California Civil Jury Instructions (CACI) (2017)
2560. Religious Creed Discrimination - Failure to Accommodate—Essential Factual Elements (Gov. Code, § 12940(l))Download PDF
2560.Religious Creed Discrimination—Failure to
Accommodate—Essential Factual Elements (Gov. Code,
[Name of plaintiff] claims that [name of defendant] wrongfully
discriminated against [him/her] by failing to reasonably accommodate
[his/her] religious [belief/observance]. To establish this claim, [name of
plaintiff] must prove all of the following:
1. That [name of defendant] was [an employer/[other covered entity]];
2. That [name of plaintiff] [was an employee of [name of defendant]/
applied to [name of defendant] for a job/[other covered relationship
3. That [name of plaintiff] has a sincerely held religious belief that
[describe religious belief, observance, or practice];
4. That [name of plaintiff]’s religious [belief/observance] conﬂicted
with a job requirement;
5. That [name of defendant] knew of the conﬂict between [name of
plaintiff]’s religious [belief/observance] and the job requirement;
6. That [name of defendant] did not reasonably accommodate [name
of plaintiff]’s religious [belief/observance];
7. That [name of plaintiff]’s failure to comply with the conﬂicting
job requirement was a substantial motivating reason for
7. [[name of defendant]’s decision to [discharge/refuse to hire/[other
adverse employment action]] [name of plaintiff]];]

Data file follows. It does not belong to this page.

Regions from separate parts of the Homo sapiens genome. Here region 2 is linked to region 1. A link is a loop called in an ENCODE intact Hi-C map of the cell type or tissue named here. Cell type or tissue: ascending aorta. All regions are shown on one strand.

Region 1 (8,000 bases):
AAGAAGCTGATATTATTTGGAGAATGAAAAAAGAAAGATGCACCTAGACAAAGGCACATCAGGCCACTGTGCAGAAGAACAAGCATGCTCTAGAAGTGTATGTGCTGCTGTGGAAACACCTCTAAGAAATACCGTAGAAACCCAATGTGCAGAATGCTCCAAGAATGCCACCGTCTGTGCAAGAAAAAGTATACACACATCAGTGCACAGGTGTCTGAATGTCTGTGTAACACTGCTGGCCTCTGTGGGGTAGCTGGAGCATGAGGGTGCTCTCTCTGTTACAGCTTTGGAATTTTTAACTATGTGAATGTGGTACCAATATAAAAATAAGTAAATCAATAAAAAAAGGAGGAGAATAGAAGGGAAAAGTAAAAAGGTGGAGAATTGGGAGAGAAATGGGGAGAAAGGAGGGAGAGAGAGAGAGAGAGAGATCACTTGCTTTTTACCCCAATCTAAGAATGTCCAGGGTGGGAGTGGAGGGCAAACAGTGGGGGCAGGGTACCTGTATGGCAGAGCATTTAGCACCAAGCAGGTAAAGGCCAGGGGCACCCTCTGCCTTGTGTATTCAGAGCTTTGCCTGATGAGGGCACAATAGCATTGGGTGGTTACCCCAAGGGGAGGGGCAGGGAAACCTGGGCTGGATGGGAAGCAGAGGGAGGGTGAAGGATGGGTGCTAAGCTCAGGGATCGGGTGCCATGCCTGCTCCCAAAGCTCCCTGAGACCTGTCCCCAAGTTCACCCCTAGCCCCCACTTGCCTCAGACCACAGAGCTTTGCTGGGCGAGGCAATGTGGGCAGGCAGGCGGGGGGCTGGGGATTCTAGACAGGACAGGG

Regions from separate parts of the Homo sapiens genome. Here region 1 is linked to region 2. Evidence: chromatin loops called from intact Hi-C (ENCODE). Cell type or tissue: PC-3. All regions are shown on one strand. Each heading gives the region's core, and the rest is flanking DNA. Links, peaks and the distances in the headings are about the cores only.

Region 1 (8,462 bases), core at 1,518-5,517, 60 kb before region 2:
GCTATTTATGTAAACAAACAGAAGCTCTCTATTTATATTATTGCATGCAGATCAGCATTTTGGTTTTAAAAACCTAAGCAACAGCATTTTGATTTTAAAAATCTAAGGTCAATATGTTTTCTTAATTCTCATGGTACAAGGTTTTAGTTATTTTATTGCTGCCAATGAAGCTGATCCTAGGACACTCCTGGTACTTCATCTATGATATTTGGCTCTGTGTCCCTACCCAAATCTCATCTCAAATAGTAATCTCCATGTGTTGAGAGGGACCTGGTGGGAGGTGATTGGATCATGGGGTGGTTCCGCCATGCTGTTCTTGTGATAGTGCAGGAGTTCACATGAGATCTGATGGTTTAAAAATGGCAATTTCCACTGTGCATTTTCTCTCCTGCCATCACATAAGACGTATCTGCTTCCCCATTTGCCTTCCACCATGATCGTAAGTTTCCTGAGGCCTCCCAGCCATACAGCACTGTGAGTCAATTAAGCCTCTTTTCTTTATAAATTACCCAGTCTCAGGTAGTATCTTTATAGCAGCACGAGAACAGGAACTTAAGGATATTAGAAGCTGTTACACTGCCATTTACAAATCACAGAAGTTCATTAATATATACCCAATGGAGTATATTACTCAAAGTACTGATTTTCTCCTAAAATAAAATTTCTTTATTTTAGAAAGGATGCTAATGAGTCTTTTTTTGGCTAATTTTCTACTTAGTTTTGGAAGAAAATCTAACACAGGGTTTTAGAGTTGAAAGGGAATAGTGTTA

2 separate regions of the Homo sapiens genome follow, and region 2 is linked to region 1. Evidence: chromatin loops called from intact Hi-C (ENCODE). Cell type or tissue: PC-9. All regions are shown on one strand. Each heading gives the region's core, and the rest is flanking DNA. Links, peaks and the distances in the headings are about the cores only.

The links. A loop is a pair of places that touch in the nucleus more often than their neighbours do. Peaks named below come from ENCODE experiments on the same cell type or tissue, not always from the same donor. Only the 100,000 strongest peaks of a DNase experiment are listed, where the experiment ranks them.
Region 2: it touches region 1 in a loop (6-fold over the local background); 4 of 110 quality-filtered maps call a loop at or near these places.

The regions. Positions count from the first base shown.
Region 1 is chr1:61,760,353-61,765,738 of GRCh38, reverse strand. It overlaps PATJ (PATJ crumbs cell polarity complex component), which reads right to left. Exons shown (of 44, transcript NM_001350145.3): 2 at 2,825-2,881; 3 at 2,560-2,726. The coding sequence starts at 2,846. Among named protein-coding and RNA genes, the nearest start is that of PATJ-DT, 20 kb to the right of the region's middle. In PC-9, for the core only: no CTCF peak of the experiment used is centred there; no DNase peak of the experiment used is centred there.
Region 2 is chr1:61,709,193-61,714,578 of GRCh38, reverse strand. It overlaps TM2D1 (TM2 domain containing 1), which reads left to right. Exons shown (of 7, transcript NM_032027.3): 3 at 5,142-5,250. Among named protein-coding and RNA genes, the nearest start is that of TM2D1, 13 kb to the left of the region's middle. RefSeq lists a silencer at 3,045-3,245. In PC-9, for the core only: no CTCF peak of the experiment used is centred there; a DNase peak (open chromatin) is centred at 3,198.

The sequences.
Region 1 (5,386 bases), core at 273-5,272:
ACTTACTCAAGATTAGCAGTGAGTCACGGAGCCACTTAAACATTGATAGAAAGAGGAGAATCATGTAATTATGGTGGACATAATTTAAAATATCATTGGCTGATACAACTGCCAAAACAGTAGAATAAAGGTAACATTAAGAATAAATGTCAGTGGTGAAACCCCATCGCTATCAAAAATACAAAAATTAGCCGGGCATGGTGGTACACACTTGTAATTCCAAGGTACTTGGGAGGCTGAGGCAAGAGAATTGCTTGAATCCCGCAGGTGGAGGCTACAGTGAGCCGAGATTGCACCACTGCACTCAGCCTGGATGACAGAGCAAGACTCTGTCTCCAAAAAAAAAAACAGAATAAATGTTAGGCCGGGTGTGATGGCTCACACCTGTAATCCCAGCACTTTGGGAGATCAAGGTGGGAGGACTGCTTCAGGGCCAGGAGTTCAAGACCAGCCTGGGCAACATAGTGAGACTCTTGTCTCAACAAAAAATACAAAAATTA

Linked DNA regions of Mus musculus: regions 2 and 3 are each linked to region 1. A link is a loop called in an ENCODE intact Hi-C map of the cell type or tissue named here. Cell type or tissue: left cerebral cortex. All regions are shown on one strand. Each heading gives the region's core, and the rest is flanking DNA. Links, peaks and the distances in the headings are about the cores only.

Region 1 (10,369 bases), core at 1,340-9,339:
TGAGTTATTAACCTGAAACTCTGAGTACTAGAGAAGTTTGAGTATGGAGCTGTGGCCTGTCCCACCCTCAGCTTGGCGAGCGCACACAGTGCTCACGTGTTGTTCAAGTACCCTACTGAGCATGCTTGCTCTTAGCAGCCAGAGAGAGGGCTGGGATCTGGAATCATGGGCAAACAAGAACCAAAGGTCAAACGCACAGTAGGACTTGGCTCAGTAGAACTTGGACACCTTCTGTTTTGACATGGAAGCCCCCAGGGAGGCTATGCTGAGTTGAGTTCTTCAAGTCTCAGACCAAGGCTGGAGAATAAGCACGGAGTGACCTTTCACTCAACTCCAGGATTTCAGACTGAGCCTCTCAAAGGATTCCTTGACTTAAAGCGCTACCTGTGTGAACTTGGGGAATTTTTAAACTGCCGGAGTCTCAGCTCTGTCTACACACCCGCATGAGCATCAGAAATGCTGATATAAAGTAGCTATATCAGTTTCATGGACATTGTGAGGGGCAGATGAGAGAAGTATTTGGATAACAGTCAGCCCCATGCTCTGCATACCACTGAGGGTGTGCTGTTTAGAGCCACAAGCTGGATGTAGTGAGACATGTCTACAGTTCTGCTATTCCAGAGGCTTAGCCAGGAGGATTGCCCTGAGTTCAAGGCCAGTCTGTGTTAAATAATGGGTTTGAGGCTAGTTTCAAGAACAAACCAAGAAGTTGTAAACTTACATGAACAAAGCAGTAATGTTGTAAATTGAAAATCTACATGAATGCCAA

7. [[name of defendant]’s subjecting [him/her] to an adverse
7. [[his/her] constructive discharge;]
8. That [name of plaintiff] was harmed; and
9. That [name of defendant]’s failure to reasonably accommodate
[name of plaintiff]’s religious [belief/observance] was a substantial
factor in causing [his/her] harm.
If more than one accommodation is reasonable, an employer satisﬁes its
obligation to make a reasonable accommodation if it selects one of those
accommodations in good faith.
New September 2003; Revised June 2012, December 2012, June 2013
Directions for Use
If element 1 is given, the court may need to instruct the jury on the statutory
deﬁnition of “employer” under the FEHA. Other covered entities under the FEHA
include labor organizations, employment agencies, and apprenticeship training
programs. (See Gov. Code, § 12940(a)–(d).)
Element 7 requires that the plaintiff’s failure to comply with the conﬂicting job
requirement be a substantial motivating reason for the employer’s adverse action.
(See Harris v. City of Santa Monica (2013) 56 Cal.4th 203, 232 [152 Cal.Rptr.3d
392, 294 P.3d 49]; see also CACI No. 2507, “Substantial Motivating Reason”
Explained.) Read the ﬁrst option if there is no dispute as to whether the employer’s
acts constituted an adverse employment action. Read the second option and also
give CACI No. 2509, “Adverse Employment Action” Explained, if whether there
was an adverse employment action is a question of fact for the jury. If constructive
discharge is alleged, give the third option for element 7 and also give CACI No.
2510, “Constructive Discharge” Explained.
Federal courts construing Title VII of the Civil Rights Act of 1964 have held that
the threat of an adverse employment action is a violation if the employee
acquiesces to the threat and foregoes religious observance. (See, e.g., EEOC v.
Townley Engineering & Mfg. Co. (9th Cir.1988) 859 F.2d 610, 614 fn. 5.) While no
case has been found that construes the FEHA similarly, element 7 may be modiﬁed
if the court agrees that this rule applies. In the ﬁrst option, a threat of discharge or
discipline may be inserted as an “other adverse employment action.” Or in the